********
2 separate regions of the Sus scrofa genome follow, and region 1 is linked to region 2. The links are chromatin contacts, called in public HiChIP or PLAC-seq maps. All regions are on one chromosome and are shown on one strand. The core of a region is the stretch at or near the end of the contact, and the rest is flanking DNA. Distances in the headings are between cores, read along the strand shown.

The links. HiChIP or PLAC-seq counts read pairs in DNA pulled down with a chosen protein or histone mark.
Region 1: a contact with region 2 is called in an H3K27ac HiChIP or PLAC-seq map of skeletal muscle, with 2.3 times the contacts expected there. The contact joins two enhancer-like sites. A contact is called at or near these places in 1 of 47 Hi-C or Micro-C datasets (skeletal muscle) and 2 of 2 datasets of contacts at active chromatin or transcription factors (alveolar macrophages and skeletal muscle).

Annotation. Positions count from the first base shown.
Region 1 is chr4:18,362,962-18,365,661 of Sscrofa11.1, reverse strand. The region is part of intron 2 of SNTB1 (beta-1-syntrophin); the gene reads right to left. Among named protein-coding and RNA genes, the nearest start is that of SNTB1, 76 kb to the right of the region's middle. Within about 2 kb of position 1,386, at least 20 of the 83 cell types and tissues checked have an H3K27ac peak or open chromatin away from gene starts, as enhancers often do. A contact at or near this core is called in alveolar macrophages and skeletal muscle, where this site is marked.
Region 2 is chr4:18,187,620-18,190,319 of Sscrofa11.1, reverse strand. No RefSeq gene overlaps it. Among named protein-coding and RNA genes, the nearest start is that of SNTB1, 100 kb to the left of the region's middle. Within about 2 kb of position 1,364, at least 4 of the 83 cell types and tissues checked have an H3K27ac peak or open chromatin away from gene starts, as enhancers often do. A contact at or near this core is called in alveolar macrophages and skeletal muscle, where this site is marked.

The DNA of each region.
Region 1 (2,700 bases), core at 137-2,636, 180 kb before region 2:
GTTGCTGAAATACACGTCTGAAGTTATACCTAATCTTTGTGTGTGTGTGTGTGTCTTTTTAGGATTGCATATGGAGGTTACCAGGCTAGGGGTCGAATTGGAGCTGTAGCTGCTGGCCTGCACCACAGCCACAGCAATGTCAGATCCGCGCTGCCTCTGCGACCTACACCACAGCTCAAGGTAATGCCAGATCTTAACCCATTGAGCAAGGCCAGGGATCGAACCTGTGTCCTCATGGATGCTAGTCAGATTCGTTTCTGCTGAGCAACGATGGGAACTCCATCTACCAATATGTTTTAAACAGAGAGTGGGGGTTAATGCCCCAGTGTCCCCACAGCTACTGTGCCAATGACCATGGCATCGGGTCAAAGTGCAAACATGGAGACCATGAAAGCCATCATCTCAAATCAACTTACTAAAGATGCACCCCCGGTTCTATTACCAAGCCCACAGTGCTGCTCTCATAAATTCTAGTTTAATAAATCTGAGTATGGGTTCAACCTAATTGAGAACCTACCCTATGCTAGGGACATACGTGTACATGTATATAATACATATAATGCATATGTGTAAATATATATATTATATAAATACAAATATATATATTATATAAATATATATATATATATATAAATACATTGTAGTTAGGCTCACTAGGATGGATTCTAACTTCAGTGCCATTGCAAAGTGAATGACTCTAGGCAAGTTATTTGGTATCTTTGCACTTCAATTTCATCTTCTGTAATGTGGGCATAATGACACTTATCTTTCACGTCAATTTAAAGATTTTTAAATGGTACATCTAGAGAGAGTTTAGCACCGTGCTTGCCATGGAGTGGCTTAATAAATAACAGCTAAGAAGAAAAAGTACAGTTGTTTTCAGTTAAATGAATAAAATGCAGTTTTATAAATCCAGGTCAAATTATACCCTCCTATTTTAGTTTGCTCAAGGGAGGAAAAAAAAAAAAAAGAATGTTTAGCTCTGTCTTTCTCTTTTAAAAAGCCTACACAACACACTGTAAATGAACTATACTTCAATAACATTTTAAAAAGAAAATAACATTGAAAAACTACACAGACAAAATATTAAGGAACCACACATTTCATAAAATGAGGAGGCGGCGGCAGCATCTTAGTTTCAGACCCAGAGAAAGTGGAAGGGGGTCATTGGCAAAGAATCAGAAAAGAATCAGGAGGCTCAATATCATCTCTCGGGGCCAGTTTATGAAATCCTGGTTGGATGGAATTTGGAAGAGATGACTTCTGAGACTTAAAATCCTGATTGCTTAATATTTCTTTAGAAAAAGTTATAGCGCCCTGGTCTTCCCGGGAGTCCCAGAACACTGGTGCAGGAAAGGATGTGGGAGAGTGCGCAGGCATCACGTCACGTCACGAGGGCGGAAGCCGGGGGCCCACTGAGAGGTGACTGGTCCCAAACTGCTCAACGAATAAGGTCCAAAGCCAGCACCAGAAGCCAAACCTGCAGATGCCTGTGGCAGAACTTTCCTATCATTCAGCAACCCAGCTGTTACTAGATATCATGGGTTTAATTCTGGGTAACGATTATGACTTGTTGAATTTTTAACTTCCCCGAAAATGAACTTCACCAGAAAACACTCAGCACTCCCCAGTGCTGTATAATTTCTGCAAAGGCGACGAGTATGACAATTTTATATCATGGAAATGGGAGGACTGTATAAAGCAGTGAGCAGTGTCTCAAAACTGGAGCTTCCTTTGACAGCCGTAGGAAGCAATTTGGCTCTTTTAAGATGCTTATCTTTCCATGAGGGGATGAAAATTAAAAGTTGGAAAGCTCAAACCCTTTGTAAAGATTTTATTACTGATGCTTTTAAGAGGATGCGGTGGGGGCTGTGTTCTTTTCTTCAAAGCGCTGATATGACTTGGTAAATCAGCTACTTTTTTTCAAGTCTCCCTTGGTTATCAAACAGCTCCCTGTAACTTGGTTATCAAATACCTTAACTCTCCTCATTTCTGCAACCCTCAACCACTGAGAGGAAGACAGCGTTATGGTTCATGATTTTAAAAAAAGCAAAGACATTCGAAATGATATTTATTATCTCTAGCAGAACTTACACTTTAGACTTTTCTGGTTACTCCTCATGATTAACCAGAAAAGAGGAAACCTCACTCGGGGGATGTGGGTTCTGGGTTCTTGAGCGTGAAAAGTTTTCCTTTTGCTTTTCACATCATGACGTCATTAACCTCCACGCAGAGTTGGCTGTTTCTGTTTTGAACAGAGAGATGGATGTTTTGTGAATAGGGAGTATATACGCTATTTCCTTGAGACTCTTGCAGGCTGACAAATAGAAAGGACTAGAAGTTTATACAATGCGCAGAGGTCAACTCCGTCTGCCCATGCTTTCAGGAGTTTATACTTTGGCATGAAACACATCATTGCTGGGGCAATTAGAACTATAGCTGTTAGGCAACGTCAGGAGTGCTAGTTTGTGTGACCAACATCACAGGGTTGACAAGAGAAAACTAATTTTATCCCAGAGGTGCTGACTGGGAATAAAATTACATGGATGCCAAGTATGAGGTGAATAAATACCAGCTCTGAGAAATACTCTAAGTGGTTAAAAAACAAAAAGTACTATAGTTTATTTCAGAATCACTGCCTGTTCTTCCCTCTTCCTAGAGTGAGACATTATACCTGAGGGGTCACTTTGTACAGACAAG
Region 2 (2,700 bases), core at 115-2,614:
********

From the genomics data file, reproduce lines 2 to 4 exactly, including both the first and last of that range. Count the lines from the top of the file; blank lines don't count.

The links. HiChIP or PLAC-seq counts read pairs in DNA pulled down with a chosen protein or histone mark.
Region 1: a contact with region 2 is called in an H3K27ac HiChIP or PLAC-seq map of skeletal muscle, with 2.3 times the contacts expected there. The contact joins two enhancer-like sites. A contact is called at or near these places in 1 of 47 Hi-C or Micro-C datasets (skeletal muscle) and 2 of 2 datasets of contacts at active chromatin or transcription factors (alveolar macrophages and skeletal muscle).

Annotation. Positions count from the first base shown.